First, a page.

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Sketching science

a sketch of a creature combining elements of a mouse, dragon and flying squirrel

Scientists often find themselves doodling on scraps of paper, or sketching out ideas on a whiteboard, but that’s not really what science is about – is it?

In fact, scientists have to be highly creative and all that doodling and sketching both helps them share ideas and plays a vital role in producing flashes of inspiration in the first place.

Bongo playing, Nobel winning physicist Richard Feynman’s development of ‘Feynman Diagrams’ is a classic example – it helped revolutionise the way scientists think of quantum physics, the science of subatomic particles. Feynman Diagrams are just a simple way of using pictures to visualise the quantum level processes that occur.

Queen Mary computer scientist Pat Healey and Tessa Garland, an artist from the Bow Arts Trust, are studying just how big an impact drawing can have on science.

Tessa is spending time exploring the way scientists use drawings in their work. They draw in a whole bunch of ways: on paper, whiteboards and computers. Computer scientists have borrowed observational techniques like this from the social sciences. It’s a way they gather data about the way people behave in real situations so that those activities can be supported using computers. Pat and Tessa are then analysing the kind of images and styles scientists use to represent their results. From this, Tessa explores different ways to draw the same things, even creating 3D versions. The idea is to provide the scientists with new techniques for exploring the problem spaces they are working on. Drawing is being used to uncover new facets of scientific problems and to uncover new ways to get to solutions.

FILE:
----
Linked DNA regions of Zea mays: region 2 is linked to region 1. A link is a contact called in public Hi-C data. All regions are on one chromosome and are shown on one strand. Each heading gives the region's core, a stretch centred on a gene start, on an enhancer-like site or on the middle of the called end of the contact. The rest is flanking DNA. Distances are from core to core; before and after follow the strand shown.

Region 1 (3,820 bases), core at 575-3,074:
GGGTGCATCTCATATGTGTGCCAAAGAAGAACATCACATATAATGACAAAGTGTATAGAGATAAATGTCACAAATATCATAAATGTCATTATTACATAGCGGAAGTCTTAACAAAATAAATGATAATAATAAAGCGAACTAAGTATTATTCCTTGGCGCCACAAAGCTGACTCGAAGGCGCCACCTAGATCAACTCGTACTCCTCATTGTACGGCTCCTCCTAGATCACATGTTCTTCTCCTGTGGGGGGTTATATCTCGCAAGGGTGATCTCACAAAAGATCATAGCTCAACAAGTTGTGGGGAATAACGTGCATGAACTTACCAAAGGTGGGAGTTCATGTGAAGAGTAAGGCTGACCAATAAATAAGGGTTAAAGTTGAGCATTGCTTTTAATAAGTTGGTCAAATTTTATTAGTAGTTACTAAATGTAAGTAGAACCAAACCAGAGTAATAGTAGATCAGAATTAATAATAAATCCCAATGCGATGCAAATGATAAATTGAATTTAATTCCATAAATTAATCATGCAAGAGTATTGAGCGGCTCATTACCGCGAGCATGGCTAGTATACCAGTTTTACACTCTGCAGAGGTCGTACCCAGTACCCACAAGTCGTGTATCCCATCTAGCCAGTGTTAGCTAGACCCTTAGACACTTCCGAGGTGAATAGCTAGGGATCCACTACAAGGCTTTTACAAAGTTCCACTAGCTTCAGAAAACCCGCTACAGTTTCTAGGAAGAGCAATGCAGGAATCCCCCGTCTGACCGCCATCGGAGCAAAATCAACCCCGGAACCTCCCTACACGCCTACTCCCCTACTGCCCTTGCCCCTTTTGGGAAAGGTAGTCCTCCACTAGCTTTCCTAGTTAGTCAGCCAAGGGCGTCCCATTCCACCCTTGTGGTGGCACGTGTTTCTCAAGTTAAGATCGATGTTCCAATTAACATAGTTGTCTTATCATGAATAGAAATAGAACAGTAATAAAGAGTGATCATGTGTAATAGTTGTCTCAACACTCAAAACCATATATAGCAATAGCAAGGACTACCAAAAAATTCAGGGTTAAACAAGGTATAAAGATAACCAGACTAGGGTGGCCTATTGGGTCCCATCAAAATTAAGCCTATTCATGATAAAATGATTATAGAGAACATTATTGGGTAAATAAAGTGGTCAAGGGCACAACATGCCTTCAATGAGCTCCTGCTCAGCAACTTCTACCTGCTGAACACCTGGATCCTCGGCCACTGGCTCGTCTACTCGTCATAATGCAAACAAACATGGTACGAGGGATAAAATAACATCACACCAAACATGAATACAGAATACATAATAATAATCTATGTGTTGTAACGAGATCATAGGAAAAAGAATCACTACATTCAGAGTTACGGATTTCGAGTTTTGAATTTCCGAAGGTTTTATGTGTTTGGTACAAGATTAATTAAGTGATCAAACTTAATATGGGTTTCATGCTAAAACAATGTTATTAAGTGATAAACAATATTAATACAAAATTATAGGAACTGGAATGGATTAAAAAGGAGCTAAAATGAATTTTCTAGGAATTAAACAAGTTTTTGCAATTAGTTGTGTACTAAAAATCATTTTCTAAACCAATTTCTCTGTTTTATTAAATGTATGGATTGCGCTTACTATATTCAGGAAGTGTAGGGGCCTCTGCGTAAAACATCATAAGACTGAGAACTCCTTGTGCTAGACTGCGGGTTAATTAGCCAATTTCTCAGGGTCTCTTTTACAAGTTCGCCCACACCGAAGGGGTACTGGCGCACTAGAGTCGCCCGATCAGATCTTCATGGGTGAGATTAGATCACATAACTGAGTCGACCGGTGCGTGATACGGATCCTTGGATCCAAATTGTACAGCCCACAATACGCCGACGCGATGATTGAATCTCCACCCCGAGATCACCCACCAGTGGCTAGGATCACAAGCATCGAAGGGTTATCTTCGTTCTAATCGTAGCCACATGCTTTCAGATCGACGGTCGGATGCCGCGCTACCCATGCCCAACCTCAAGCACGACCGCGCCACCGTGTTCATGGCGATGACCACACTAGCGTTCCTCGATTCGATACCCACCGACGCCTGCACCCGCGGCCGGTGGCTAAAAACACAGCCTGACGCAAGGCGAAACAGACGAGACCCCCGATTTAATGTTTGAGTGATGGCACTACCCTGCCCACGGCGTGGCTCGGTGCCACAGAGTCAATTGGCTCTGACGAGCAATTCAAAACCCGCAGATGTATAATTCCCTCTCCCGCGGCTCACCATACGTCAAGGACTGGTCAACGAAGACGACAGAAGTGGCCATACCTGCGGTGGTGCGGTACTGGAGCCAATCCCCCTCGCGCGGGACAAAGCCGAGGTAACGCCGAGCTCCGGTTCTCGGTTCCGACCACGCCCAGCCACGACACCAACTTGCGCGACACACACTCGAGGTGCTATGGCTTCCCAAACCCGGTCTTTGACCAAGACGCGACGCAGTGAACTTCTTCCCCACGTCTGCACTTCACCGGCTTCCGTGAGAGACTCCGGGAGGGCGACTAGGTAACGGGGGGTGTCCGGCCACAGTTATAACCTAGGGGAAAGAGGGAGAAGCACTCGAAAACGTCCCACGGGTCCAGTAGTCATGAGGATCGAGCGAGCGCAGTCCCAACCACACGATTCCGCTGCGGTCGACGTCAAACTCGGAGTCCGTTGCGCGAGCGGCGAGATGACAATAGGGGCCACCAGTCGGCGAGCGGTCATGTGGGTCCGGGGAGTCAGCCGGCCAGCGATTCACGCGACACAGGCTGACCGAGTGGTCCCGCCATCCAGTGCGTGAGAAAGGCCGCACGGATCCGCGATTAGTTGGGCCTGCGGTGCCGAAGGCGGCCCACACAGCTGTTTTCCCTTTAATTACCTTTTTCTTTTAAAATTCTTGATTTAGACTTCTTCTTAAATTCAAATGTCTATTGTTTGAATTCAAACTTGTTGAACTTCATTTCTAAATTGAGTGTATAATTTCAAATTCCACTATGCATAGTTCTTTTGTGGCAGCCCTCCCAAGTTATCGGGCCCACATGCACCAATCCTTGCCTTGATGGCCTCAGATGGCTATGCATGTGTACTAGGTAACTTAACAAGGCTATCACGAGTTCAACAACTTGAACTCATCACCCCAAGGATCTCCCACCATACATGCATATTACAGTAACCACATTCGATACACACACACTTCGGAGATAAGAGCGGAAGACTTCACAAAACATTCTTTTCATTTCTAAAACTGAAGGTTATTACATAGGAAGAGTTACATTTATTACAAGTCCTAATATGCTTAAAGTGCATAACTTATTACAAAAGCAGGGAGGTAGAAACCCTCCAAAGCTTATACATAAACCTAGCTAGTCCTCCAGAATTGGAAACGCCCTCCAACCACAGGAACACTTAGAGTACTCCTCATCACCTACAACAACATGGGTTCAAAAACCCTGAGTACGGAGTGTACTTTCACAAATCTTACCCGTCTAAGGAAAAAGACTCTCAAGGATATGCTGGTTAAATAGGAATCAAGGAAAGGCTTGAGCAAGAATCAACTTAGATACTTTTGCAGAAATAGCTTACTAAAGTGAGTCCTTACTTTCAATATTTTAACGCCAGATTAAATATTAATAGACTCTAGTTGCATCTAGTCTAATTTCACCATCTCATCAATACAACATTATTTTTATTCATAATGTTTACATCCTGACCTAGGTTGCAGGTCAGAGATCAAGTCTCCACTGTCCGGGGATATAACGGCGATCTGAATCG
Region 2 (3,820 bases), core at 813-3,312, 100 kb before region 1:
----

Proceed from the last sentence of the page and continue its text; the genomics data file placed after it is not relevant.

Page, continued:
The ultimate aim is to communicate the results to both other scientists and the public in exciting ways, using for example interactive drawing games. Some of the ideas were tried out as part of the 2007 'Big Draw' run by the Campaign for Drawing, allowing kids to get involved. For example, children explored developmental processes with artist Albert Potrony by creating their own hybrid creatures including animations of their creatures developing from a fertilised egg to a baby.

Not all scientists may realise it but drawing is an important part of science so if you are stuck for an idea, pick up a pencil. That missing flash of creativity might be in your next doodle.